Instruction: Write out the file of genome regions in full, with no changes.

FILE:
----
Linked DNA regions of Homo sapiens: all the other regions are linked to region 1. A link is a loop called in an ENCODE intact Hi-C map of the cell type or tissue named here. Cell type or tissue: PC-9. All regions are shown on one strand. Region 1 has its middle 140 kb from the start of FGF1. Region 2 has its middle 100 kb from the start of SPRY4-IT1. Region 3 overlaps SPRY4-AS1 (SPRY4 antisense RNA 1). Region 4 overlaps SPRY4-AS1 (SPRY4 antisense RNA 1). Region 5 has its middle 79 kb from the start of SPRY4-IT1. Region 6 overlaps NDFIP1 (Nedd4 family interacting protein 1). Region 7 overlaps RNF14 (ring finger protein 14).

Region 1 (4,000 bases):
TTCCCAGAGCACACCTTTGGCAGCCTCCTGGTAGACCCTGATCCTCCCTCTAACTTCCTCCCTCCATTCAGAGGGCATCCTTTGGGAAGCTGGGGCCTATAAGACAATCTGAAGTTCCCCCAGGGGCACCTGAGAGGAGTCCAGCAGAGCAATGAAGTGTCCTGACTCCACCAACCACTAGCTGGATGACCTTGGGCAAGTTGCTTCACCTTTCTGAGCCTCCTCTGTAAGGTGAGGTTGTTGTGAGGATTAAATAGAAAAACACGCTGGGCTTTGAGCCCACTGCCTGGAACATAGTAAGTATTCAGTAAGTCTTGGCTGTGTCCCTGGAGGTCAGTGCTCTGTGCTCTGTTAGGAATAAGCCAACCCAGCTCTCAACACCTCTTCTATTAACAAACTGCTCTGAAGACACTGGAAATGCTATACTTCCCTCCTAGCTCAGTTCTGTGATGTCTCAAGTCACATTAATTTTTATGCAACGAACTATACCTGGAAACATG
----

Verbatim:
Linked DNA regions of Homo sapiens: all the other regions are linked to region 1. A link is a loop called in an ENCODE intact Hi-C map of the cell type or tissue named here. Cell type or tissue: PC-9. All regions are shown on one strand. Region 1 has its middle 140 kb from the start of FGF1. Region 2 has its middle 100 kb from the start of SPRY4-IT1. Region 3 overlaps SPRY4-AS1 (SPRY4 antisense RNA 1). Region 4 overlaps SPRY4-AS1 (SPRY4 antisense RNA 1). Region 5 has its middle 79 kb from the start of SPRY4-IT1. Region 6 overlaps NDFIP1 (Nedd4 family interacting protein 1). Region 7 overlaps RNF14 (ring finger protein 14).

Region 1 (4,000 bases):
TTCCCAGAGCACACCTTTGGCAGCCTCCTGGTAGACCCTGATCCTCCCTCTAACTTCCTCCCTCCATTCAGAGGGCATCCTTTGGGAAGCTGGGGCCTATAAGACAATCTGAAGTTCCCCCAGGGGCACCTGAGAGGAGTCCAGCAGAGCAATGAAGTGTCCTGACTCCACCAACCACTAGCTGGATGACCTTGGGCAAGTTGCTTCACCTTTCTGAGCCTCCTCTGTAAGGTGAGGTTGTTGTGAGGATTAAATAGAAAAACACGCTGGGCTTTGAGCCCACTGCCTGGAACATAGTAAGTATTCAGTAAGTCTTGGCTGTGTCCCTGGAGGTCAGTGCTCTGTGCTCTGTTAGGAATAAGCCAACCCAGCTCTCAACACCTCTTCTATTAACAAACTGCTCTGAAGACACTGGAAATGCTATACTTCCCTCCTAGCTCAGTTCTGTGATGTCTCAAGTCACATTAATTTTTATGCAACGAACTATACCTGGAAACATG